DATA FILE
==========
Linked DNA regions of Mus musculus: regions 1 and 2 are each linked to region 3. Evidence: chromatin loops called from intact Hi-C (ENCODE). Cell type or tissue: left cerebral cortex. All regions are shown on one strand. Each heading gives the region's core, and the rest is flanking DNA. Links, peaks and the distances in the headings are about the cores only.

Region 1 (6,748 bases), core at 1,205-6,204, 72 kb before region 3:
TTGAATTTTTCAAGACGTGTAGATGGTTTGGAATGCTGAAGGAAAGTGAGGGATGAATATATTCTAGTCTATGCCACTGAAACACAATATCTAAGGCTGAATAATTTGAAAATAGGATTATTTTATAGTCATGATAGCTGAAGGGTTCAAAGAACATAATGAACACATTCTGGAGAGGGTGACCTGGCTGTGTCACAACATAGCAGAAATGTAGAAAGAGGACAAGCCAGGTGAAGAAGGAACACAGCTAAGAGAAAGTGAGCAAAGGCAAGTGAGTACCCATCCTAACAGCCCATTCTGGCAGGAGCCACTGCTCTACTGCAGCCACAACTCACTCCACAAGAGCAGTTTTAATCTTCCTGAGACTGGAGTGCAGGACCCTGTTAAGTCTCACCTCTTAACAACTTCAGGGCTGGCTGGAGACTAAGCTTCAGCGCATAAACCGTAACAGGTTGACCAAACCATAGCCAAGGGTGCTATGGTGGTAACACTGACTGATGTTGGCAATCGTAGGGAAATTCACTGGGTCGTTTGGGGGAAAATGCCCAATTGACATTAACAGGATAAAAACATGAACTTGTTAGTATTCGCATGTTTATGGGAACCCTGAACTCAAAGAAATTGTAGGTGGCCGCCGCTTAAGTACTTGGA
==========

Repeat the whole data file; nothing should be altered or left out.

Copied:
Linked DNA regions of Mus musculus: regions 1 and 2 are each linked to region 3. Evidence: chromatin loops called from intact Hi-C (ENCODE). Cell type or tissue: left cerebral cortex. All regions are shown on one strand. Each heading gives the region's core, and the rest is flanking DNA. Links, peaks and the distances in the headings are about the cores only.

Region 1 (6,748 bases), core at 1,205-6,204, 72 kb before region 3:
TTGAATTTTTCAAGACGTGTAGATGGTTTGGAATGCTGAAGGAAAGTGAGGGATGAATATATTCTAGTCTATGCCACTGAAACACAATATCTAAGGCTGAATAATTTGAAAATAGGATTATTTTATAGTCATGATAGCTGAAGGGTTCAAAGAACATAATGAACACATTCTGGAGAGGGTGACCTGGCTGTGTCACAACATAGCAGAAATGTAGAAAGAGGACAAGCCAGGTGAAGAAGGAACACAGCTAAGAGAAAGTGAGCAAAGGCAAGTGAGTACCCATCCTAACAGCCCATTCTGGCAGGAGCCACTGCTCTACTGCAGCCACAACTCACTCCACAAGAGCAGTTTTAATCTTCCTGAGACTGGAGTGCAGGACCCTGTTAAGTCTCACCTCTTAACAACTTCAGGGCTGGCTGGAGACTAAGCTTCAGCGCATAAACCGTAACAGGTTGACCAAACCATAGCCAAGGGTGCTATGGTGGTAACACTGACTGATGTTGGCAATCGTAGGGAAATTCACTGGGTCGTTTGGGGGAAAATGCCCAATTGACATTAACAGGATAAAAACATGAACTTGTTAGTATTCGCATGTTTATGGGAACCCTGAACTCAAAGAAATTGTAGGTGGCCGCCGCTTAAGTACTTGGA